The usage of random forest models in predicting in the Czech Republic was reviewed in the article ”Random forest as a model for Czech forecasting” by Gawthorpe, K. (2019)[Gaw19].According to the study, random forest models have been applied to a variety of tasks, including forecasting weather, energy demand, and the state of the economy. The primary benefit of random forest models is their propensity to accurately handle huge datasets without overfitting. The usage of machine learning algorithms for rainfall prediction in various parts of the world was reviewed in the paper ”Comparative study of machine learning algorithms for rainfall prediction - A case study in Nepal” by Paudel, N., and Yogi, T. N. (2019)[PY19]. The study demonstrated that the Random Forest method beat other algorithms in terms of statis-tical metrics including root mean square error, mean absolute error, and coefficient of determination. Other algorithms compared in the study were Artificial Neural Network and Support Vector Machine. The study came to the conclusion that Random Forest might be a useful tool for predicting rainfall in Nepal and other places with comparable features. The research ”Forecasting hotel daily room demand with transformed data using time series methods” by Phumchusri and Suwatanapongched (2019)[PS19] discusses a number of time series techniques that have been applied to forecast hotel room demand, including moving average (MA), exponential smoothing (ES), and autoregressive integrated moving average (ARIMA) models. The authors also go over the value of modifying the data to take seasonality and patterns into consideration as well as the application of machine learning methods like artificial neural networks (ANN) and support vector regression (SVR) to forecasting hotel room demand. The SARIMA model with Box-Cox transformation emerges as a suitable strategy.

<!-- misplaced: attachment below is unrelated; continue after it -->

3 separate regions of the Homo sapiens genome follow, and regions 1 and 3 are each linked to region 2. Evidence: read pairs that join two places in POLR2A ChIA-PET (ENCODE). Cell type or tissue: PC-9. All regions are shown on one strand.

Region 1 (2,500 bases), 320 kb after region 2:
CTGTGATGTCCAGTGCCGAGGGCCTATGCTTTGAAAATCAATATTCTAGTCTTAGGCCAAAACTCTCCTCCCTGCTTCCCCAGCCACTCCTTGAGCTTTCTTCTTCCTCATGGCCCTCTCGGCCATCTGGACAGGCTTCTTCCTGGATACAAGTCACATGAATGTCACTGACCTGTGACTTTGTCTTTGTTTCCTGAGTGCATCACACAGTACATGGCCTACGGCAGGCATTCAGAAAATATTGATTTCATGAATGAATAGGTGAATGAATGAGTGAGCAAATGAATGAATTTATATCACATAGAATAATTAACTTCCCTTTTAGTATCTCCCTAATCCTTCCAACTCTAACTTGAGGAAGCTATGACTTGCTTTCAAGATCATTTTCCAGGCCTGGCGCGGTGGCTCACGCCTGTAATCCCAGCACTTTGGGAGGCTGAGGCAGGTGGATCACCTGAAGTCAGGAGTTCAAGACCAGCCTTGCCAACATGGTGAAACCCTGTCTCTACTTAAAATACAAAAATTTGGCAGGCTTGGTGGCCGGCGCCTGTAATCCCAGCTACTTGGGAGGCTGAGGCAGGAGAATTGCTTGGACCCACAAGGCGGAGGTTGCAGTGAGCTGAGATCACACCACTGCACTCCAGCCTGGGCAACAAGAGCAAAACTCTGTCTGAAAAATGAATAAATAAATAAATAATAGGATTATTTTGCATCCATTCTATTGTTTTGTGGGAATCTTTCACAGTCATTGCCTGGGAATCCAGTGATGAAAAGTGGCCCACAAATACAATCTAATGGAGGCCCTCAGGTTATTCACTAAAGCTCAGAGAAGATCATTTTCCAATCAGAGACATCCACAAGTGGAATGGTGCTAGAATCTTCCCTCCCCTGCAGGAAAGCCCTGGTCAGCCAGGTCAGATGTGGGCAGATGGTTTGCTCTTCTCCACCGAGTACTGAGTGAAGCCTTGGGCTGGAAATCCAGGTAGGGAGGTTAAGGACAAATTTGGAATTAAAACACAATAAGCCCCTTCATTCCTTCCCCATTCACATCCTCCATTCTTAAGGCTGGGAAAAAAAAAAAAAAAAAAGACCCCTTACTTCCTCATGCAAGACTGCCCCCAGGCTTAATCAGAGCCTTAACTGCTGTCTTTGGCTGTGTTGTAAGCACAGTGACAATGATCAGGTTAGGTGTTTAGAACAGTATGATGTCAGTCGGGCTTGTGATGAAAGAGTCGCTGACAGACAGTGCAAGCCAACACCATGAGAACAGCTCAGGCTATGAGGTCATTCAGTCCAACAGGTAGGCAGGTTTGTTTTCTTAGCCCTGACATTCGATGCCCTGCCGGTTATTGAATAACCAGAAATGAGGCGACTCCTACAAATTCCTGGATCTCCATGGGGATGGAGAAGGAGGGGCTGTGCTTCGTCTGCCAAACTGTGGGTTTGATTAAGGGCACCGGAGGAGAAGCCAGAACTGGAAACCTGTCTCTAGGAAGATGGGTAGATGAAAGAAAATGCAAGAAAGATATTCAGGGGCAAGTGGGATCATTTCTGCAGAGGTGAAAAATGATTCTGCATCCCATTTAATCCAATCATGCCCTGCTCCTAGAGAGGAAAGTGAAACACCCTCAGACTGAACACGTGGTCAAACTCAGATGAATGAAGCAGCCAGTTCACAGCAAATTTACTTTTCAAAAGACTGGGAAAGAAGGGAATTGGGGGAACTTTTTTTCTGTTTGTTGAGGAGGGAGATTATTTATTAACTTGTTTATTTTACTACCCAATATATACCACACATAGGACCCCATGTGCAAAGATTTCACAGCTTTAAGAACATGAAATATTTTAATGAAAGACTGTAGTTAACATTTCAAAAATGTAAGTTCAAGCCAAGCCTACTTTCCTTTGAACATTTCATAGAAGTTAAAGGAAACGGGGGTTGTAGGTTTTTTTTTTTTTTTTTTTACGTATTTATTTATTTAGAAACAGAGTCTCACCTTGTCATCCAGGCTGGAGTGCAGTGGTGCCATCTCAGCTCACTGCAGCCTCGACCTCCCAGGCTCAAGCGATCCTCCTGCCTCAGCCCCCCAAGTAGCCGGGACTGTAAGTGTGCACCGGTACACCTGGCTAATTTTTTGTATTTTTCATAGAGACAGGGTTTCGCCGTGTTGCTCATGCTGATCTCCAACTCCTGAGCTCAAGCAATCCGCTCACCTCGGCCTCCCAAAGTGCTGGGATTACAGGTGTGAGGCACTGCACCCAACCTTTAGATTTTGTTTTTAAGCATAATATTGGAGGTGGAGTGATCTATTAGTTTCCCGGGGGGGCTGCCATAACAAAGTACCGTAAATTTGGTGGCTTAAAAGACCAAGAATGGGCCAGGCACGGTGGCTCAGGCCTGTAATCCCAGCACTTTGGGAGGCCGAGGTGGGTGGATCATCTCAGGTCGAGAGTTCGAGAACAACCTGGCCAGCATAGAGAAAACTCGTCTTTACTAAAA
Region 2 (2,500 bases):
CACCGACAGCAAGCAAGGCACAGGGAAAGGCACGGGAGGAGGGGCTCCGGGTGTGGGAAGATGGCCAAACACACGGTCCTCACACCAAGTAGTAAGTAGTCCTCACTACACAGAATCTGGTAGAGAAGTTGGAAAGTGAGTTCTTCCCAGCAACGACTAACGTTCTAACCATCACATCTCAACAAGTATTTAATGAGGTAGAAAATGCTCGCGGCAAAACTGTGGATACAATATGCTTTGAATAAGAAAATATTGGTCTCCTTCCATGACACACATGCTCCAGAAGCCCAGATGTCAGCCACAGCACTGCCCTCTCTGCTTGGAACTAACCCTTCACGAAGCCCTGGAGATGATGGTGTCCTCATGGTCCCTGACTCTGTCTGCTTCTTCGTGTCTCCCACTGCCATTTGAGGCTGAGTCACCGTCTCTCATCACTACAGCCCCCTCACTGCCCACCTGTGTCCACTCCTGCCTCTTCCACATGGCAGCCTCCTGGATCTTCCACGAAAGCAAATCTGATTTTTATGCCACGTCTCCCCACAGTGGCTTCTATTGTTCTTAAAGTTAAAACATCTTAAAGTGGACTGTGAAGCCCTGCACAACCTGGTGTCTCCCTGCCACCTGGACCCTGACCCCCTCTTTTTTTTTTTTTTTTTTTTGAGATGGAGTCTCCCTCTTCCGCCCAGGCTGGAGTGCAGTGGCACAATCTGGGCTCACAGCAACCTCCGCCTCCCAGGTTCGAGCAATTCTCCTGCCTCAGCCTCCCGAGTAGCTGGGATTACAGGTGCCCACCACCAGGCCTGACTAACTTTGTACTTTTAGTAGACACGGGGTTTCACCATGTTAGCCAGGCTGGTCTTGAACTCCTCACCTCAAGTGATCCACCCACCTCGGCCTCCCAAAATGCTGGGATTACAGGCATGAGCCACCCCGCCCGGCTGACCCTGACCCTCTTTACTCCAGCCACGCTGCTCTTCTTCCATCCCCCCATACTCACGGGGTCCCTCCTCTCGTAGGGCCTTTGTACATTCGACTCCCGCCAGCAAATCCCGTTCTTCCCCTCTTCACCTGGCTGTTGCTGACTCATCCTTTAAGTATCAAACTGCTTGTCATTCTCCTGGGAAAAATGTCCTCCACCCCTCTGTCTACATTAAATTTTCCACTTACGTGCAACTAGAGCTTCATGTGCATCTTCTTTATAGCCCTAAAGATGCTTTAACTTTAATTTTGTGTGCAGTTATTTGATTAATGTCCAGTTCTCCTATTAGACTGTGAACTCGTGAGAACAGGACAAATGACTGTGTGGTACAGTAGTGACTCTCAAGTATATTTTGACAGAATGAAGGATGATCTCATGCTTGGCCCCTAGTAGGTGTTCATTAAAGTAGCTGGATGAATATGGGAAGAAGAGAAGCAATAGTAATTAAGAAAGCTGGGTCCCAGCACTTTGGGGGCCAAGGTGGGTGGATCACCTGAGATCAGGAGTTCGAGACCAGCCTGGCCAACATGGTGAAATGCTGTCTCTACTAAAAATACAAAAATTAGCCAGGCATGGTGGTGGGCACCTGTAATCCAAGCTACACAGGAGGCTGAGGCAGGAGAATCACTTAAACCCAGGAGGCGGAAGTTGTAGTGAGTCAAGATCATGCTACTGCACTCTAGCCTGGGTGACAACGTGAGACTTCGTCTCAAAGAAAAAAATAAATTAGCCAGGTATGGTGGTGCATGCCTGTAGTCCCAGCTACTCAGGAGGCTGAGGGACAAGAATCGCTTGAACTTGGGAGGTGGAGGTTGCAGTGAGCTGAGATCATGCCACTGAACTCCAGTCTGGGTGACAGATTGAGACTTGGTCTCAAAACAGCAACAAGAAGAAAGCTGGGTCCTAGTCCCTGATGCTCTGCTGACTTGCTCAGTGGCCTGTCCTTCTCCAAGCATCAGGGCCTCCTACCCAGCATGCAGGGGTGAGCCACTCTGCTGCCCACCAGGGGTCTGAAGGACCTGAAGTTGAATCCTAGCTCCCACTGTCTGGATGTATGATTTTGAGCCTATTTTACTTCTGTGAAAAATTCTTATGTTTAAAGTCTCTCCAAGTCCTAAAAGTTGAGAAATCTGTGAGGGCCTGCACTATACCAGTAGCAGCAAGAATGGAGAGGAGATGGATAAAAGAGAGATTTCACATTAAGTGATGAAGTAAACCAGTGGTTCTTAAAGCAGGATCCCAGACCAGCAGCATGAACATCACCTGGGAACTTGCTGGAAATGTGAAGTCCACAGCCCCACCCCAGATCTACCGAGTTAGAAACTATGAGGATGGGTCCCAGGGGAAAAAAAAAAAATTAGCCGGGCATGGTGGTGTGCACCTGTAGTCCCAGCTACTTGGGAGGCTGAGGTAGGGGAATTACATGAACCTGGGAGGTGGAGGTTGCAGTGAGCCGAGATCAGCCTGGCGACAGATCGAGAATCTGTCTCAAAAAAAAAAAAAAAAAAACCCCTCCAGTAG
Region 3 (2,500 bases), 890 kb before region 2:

The methodology encompasses data acquisition, data preparation, data cleaning, training and testing of models, as well as forecasting outputs. We used four algorithms in forecasting revenue of an organisation which includes three time series forecasting algorithms : ARIMA, SARIMA ,and LSTM, along with with a machine learning algorithm, Random Forest. All of these models are examined to find which one is better at forecasting . Excel and Python were the tools we used in this study.
A. Data Acquisition
The primary data obtained is dated from August 2019 to March 2022. The data was given three separate folders with details of each financial year and each month as excel files. Each file contained Journal Bills of the month with client information and the corresponding amount credited.
B. Data Preparation
Collected data was manually entered into an Excel sheet, documenting services offered by the company. This process involved frequent visits for accurate metadata. The dataset has 248 rows, 31 columns, with 24 columns denoting service verticals. Jupyter Notebook and Pandas were used for analysis (code: pd.read_excel('data.xlsx')). Verticals were tagged with 1 for service identification.
C. Data Cleaning
As the data originated from SVJS Associates & Company Secretaries' affiliated entity, revenue records were accessible only through journal bills. Thus, reconciling revenue and monthly statements demanded manual effort. Spell errors and service overlaps in journal bills required rectification after company verification. Tax and legal form-related fees, marked in red, weren't considered income. Yellow-marked rows required clarification. Due to sensitivity, client names were coded, with extra spaces eliminated for Python. Omitting 'Professional Category,' two datasets were prepared: data1 for Random Forest and LSTM, Data2 for ARIMA and SARIMA. Data2 was monthly aggregated, sustaining continuity. Empty rows were zero-filled. An allocation of 10000 from Feb 2021 countered tax-related removal, aligning with revenue statements.